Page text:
-- During the last four months, an unidentified motorist in a maroon Volvo has been reported by construction workers in the California cities of Fremont, Hayward, Brentwood and Dublin to have approached them and requested that they fill his car with concrete or hot asphalt. An employee of Independent Construction (Concord, Calif.) honored the request in May in Dublin, with concrete up to steering-wheel level. The man allegedly said that he was trying to get back at his ex-wife. Police want to question him, according to an August Oakland Tribune report, although they admit he has not committed any crime.
-- LifeGem Memorials (Elk Grove Village, Ill.) announced in August that, using available technology, it can turn a loved one's cremated ashes into a diamond by pressing and heating the ashes to 5,400 degrees Fahrenheit. A chemistry professor cited by The New York Times agreed that the plan was sound; carbon from the ashes converts to graphite, which can be pressurized into a diamond. LifeGem prices start at $4,000 for a quarter-carat.
The District of Calamity
Among recent District of Columbia government mishaps: Twice in June, firefighters had to battle house fires with garden hoses because pumper trucks were out of service. And apparently many police officers were not told about D.C.'s new vehicle registration program, resulting in their ticketing cars without the old (now invalid) stickers, even though owners had conscientiously affixed the new stickers. And D.C.'s Board of Elections ruled in August that Mayor Anthony Williams' name could not be printed on the primary ballot this month because his election workers forged too many signatures (e.g., "Kelsey Grammar," "Robin Hood") on his qualifying petition.
-- Order in the Court: Edmonton, Alberta, lawyer Maurice Prefontaine was arrested in March for skipping his contempt-of-court trial, which came about when he referred to Justice Gerald Verville as a "slithering mass (of) vipers." And a judge in Columbus, Ohio, declared a mistrial in July when lawyer Christopher T. Cicero rushed the phalanx of deputies surrounding his murder-defendant-client Michael Gordon and smacked Gordon in the head (in response to Gordon's threat, according to a bailiff, to "kick (Cicero's) fat ass."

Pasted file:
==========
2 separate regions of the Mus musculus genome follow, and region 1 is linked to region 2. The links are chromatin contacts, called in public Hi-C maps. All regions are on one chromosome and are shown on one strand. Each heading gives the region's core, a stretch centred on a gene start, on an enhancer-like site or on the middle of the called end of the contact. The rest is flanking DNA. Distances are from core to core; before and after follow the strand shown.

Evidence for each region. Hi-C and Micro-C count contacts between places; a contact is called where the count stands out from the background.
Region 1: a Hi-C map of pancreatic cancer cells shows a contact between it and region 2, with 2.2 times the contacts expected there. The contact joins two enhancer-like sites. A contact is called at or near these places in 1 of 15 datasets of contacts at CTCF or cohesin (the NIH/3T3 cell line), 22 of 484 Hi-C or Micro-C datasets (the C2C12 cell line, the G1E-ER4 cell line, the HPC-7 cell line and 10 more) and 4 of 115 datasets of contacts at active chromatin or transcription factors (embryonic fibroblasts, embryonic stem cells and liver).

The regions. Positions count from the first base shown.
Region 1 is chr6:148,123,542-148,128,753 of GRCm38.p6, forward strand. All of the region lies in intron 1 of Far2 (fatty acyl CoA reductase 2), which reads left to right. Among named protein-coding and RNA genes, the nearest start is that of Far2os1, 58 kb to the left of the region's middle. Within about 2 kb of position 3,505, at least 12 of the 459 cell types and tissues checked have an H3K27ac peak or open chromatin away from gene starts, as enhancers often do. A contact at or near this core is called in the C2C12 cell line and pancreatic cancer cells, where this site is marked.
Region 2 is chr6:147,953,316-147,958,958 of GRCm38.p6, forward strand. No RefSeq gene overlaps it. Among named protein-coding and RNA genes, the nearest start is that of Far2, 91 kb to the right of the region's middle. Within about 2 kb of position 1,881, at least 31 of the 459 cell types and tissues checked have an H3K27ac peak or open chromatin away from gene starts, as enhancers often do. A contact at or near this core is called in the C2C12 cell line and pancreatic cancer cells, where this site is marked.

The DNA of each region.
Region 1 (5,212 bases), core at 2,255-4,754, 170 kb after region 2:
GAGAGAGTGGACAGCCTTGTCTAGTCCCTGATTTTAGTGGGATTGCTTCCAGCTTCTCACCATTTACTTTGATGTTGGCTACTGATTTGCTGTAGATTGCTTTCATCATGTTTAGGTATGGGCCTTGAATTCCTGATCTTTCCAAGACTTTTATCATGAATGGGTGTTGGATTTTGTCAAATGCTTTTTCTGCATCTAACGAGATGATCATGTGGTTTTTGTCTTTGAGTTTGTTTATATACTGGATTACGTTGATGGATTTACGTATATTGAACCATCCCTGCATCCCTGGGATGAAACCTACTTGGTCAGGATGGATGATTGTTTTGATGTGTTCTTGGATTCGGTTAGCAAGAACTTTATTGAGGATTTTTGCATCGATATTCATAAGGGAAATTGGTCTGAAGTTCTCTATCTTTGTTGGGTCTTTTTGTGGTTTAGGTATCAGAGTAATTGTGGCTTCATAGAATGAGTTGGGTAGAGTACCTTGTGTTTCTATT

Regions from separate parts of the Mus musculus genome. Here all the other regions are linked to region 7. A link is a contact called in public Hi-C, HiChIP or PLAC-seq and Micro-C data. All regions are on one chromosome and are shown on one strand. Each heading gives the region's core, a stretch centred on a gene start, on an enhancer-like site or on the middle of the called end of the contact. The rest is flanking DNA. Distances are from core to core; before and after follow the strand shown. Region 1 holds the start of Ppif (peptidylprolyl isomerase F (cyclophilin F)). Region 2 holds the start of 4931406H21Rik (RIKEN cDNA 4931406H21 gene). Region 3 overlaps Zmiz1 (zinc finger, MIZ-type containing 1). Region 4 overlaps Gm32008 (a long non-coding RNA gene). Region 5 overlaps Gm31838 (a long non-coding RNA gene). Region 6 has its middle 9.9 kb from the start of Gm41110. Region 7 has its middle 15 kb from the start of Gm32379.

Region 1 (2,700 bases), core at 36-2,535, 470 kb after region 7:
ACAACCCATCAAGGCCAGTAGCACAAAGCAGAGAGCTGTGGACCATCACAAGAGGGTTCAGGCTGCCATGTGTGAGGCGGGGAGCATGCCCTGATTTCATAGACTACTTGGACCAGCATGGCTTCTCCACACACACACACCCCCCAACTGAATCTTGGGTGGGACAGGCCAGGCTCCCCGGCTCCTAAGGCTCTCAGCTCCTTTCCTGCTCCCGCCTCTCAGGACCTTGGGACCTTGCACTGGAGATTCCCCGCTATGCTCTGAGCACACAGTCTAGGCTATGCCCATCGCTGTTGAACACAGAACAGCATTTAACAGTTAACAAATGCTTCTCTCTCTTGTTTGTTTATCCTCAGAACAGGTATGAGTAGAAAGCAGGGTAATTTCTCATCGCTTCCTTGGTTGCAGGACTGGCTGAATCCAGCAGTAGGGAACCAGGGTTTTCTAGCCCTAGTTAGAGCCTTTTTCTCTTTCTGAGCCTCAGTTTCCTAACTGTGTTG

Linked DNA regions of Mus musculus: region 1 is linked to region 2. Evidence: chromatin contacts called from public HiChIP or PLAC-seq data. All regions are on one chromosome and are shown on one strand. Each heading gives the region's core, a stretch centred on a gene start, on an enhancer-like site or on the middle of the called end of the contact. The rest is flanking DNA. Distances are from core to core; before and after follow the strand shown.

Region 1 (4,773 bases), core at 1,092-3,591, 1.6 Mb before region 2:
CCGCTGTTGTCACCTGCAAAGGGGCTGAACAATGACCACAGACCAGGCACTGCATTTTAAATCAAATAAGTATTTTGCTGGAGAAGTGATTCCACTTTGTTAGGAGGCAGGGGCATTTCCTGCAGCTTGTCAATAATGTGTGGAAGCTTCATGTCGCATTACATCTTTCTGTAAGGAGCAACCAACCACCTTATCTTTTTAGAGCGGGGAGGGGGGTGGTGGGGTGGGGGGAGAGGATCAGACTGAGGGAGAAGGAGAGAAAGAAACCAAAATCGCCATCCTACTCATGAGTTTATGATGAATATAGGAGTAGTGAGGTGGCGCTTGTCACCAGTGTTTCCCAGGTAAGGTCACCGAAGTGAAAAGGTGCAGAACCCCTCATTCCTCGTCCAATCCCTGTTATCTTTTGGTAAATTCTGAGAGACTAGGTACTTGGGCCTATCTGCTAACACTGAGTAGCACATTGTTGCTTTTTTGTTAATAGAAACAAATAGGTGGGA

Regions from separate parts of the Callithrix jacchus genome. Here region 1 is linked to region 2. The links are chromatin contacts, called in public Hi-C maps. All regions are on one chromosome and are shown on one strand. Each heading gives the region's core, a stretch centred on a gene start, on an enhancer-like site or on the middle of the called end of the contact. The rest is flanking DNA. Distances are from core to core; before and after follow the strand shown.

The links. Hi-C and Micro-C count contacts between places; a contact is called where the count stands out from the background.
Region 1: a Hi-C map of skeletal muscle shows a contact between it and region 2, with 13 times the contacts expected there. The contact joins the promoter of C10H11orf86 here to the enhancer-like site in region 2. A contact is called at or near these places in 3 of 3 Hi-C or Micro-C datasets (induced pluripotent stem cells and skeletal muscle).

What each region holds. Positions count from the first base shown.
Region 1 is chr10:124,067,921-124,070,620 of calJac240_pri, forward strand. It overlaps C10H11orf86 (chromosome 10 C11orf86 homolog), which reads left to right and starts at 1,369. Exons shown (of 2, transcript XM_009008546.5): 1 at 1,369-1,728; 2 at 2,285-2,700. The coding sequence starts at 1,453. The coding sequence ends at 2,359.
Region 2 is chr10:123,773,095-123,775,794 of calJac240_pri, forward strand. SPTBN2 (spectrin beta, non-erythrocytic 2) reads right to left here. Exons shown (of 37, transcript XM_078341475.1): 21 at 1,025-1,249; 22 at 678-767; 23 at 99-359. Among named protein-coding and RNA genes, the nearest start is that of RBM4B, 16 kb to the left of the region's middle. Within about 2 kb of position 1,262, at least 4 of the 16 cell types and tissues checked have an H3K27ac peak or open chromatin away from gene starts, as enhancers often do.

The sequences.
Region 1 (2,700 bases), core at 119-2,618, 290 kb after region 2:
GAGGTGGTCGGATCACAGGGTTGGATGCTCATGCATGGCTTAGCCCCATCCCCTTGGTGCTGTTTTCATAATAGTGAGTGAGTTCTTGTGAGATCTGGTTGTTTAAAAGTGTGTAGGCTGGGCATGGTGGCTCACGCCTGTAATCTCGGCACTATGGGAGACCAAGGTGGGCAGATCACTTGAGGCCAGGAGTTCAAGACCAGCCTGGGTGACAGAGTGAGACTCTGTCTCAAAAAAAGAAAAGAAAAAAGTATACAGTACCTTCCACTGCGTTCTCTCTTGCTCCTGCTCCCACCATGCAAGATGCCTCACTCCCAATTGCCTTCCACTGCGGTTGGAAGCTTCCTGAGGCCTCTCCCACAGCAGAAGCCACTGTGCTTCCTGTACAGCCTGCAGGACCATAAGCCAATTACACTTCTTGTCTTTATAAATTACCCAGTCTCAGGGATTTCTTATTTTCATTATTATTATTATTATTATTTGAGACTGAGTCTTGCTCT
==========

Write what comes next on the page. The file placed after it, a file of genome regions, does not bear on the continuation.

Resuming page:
-- In July, a federal judge ruled against lawyer Milo J. Altschuler (Seymour, Conn.), who claimed that his across-the-knee, bare-buttocks spanking of client Leslie Cerrato in his office was a legitimate trial-preparation tactic (and thus that when she recovered a $250,000 settlement against him for the assault, Altschuler's insurance company should pay it, as "malpractice"). Altschuler claimed that he thought the spanking would improve Cerrato's credibility as a witness.
-- The U.S. Court of Appeals in Philadelphia ruled in June that lawyer-plaintiff Richard Barrett of Mississippi was entitled to about $30,000 in government reimbursement of legal fees for challenging the protest-permit process in Morristown, N.J., for his small, white-supremacist organization. Barrett admits that court-ordered expenses (from 21 recent favorable decisions) are a major source of income. Barrett showed a few minor defects in the Morristown permit process, for which he originally asked reimbursement at $275 an hour, including 30 minutes' worth of "discussions with client" (presumably, $137.50 for talking to himself).
-- Football player Dennis Johnson, now an Arizona Cardinals rookie defensive end, began his high school football career at age 6 as a 5-foot-7, 170-pound second-grader playing for Harrodsburg (Ky.) High School, according to an April Los Angeles Times profile. (Nowadays, only ninth-graders and up can play, by national rule.) Johnson appeared in several games that year (after Harrodsburg had built up big leads), apparently holding his own against 18-year-olds.